How To Get Rubber Booties On Your Dog (And Why You Should)

How To Get Rubber Booties On Your Dog (And Why You Should)
To sign up for our daily newsletter covering the latest news, hacks and reviews, head HERE. For a running feed of all our stories, follow us on Twitter HERE. Or you can bookmark the Lifehacker Australia homepage to visit whenever you need a fix.

Yana Paskova / Stringer

What with the end of the world via climate change bearing down on us, it’s important not to just consider our own mortality, but the safety and comfort of our pets as well.

Dogs that spend any amount of time outdoors especially need winter care, and while their paws have circulatory systems that help them manage cold weather, snow and ice can do a lot of damage. Which is why you might want to consider dog booties.

I never thought I’d be that pet owner who puts boots on her dog, but seeing how uncomfortable the cold floor made my dog, Izzy, I decided it was time to bite the (silly) bullet. First I researched what kinds of boots were suitable for my dog’s breed, because the size and shape of their paws and legs can make a huge difference in how well they stayed on.

We landed on Pawz, which are disposable booties that are pretty much little balloons for your dog’s feet. They don’t provide cold insulation, but they do stop the salt from getting in and burning her skin. Getting these suckers on, though, can be a real challenge — especially if you don’t have the kind of dog that’s patiently and eagerly waiting for balloons to be strapped to her feet.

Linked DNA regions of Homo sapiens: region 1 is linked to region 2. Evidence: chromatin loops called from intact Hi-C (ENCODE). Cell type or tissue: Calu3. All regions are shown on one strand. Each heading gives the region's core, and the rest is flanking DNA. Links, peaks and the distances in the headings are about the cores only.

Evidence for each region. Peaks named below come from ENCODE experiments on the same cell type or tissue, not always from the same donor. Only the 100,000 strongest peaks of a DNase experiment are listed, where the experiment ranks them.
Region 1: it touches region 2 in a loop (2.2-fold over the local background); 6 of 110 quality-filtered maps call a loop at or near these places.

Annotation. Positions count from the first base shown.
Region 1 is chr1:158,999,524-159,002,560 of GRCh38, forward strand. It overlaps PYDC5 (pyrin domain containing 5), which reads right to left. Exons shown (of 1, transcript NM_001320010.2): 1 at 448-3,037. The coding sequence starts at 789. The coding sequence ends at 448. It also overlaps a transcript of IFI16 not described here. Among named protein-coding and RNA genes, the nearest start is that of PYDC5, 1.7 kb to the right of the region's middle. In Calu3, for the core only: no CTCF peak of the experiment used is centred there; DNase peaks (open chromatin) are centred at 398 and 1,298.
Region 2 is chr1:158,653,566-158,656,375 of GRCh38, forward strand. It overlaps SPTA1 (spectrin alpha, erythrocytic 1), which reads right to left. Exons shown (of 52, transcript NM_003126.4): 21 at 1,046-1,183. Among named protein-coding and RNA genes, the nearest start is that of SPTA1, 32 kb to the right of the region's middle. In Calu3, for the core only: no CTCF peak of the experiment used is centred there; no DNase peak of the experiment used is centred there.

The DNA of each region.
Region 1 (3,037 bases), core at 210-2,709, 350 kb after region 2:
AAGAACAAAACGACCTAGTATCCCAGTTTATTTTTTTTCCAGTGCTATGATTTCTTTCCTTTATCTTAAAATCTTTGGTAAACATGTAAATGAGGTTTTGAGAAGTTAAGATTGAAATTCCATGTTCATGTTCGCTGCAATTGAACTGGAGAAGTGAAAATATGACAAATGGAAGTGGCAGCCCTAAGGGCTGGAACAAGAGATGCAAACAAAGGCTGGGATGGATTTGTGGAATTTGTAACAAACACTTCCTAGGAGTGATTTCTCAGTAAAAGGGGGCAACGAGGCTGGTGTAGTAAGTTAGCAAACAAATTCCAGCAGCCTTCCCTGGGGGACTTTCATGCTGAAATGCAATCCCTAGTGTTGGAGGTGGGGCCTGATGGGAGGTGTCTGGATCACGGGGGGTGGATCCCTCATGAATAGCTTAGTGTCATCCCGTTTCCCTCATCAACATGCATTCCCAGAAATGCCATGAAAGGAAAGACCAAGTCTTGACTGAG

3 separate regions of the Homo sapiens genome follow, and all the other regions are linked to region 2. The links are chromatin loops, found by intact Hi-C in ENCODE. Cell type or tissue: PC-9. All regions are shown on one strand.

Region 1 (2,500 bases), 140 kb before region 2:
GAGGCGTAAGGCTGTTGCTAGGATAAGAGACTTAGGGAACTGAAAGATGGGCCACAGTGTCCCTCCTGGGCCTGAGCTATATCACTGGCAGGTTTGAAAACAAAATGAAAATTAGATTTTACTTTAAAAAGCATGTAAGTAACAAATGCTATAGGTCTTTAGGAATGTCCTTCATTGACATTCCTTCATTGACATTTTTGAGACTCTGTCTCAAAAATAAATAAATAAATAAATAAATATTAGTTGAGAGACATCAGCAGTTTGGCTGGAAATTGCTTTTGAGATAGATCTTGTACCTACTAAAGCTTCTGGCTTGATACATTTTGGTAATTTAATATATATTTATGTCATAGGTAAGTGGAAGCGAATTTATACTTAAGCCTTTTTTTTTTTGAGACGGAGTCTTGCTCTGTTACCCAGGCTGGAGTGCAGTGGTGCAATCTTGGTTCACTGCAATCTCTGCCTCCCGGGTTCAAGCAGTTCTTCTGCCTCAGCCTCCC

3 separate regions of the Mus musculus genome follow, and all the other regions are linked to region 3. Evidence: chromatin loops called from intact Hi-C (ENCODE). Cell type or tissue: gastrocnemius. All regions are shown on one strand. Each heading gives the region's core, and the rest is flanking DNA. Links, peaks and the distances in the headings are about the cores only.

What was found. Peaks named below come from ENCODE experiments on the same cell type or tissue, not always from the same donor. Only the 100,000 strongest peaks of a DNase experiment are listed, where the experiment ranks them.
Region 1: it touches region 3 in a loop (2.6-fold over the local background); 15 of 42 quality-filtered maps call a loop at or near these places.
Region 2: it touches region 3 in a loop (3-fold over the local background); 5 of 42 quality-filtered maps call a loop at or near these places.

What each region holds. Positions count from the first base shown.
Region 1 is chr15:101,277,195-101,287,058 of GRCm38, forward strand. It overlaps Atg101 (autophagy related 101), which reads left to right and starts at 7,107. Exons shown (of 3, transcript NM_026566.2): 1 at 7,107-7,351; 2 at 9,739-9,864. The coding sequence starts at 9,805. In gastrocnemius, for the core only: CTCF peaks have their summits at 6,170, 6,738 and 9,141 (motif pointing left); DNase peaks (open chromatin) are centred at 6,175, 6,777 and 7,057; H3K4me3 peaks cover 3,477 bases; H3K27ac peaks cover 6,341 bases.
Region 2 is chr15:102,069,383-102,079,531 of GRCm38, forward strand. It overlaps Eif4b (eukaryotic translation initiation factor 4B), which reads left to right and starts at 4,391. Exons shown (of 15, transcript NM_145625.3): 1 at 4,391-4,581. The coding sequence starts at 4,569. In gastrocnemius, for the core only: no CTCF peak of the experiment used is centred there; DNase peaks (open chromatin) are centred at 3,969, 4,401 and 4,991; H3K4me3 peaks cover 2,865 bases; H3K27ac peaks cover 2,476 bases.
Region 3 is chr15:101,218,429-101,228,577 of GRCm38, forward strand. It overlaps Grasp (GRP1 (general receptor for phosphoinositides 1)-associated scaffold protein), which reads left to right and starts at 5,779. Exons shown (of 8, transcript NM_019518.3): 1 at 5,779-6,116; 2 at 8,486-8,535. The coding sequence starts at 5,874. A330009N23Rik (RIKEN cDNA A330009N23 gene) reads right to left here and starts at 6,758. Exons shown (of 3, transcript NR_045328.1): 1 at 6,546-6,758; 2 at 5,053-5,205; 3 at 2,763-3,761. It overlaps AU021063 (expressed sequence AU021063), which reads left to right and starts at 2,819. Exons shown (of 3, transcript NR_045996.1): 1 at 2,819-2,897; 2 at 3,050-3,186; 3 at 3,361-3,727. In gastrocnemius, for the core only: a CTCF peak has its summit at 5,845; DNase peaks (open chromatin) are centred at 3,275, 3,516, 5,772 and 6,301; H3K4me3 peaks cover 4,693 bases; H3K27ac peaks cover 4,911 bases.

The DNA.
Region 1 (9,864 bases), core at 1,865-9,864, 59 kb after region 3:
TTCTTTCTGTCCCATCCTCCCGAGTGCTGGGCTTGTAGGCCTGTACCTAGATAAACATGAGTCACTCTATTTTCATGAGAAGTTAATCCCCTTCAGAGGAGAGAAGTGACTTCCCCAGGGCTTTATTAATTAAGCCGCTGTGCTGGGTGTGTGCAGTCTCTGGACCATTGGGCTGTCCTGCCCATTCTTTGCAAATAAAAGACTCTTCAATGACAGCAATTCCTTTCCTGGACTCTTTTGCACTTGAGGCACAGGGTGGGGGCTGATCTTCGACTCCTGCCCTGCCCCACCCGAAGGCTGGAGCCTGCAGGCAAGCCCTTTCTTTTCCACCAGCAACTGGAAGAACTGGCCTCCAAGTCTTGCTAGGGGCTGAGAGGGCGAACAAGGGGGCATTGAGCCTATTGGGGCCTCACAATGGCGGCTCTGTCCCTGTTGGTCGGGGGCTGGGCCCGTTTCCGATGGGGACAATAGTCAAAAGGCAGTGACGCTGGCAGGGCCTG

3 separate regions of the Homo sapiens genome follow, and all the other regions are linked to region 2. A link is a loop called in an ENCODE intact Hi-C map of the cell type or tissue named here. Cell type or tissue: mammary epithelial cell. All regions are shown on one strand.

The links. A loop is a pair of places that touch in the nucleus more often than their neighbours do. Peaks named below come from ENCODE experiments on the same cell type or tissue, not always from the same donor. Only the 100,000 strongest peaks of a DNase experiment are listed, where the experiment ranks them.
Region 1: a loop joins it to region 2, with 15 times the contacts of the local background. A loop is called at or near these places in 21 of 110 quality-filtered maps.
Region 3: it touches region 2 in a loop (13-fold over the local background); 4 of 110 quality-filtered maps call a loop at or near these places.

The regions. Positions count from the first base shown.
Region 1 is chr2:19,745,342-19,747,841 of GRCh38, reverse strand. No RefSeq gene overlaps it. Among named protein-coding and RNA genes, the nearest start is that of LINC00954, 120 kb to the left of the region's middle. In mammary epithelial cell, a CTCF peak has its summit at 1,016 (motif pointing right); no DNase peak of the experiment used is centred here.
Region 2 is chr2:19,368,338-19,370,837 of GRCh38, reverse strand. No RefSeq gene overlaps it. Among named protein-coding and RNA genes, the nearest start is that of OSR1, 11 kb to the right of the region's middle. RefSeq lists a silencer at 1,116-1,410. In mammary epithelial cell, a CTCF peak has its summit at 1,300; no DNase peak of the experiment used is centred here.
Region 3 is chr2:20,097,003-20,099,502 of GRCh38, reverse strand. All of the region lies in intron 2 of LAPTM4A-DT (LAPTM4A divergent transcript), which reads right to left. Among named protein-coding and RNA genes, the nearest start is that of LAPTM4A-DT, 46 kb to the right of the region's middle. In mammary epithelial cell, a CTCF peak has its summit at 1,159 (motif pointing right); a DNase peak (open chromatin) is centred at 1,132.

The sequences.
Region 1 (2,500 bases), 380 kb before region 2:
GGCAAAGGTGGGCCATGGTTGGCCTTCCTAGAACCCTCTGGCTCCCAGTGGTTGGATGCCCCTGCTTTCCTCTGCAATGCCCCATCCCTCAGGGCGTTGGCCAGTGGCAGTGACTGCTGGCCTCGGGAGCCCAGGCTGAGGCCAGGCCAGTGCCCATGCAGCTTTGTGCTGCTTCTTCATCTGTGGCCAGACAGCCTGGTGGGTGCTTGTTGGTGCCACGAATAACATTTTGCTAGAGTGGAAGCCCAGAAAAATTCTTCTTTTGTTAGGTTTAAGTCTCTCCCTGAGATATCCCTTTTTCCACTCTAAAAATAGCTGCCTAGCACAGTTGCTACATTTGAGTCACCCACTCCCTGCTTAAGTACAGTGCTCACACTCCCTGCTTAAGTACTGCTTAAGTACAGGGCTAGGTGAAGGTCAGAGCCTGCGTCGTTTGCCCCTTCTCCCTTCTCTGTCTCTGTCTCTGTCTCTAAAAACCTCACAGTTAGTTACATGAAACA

Luckily, the internet giveth eternally. Googling for help led me to articles about using toilet paper or paper towel rolls to aid with bootie application — but those were too big for my 7kg rat terrier, whose legs are really skinny.

Searching around the house, I found something else that would be small enough and likely sturdier: an empty medicine bottle. This, it turned out, worked perfectly. Here’s how you do it:

Choose a bottle with an appropriate diameter and length for your dog’s paw and leg. It should slide over easily, but not be so wide that when you roll the bootie off of it, it snaps onto your dog’s leg in an alarming and uncomfortable manner.

All instructional photos by Deanna Zandt.

All instructional photos by Deanna Zandt.

Cut off the bottom of the bottle. (Leave the top part alone — that screwtop/lip maintains the bottle’s integrity.)

Place the bootie on the end of the bottle that you just cut.

Slide the bootied bottle up your dog’s leg.

Roll the bootie off onto your dog’s paw, making sure to watch for dew claws getting caught.

Slide the bottle off her leg, over the bootie.

Adjust the bootie for a snug fit. Repeat, and give treats, as needed.


  • I don’t have a dog but how do you tell that the dog is happier with the boots?
    Do they eventually learn they are a benefit?
    I used to have a cat and I know a cat would be trying to get them off and would be uncomfortable and would not understand any benefit.
    Same with dog coats, does a dog understand the benefit or do they just put up with a coat just to please you?

Comments are closed.

Log in to comment on this story!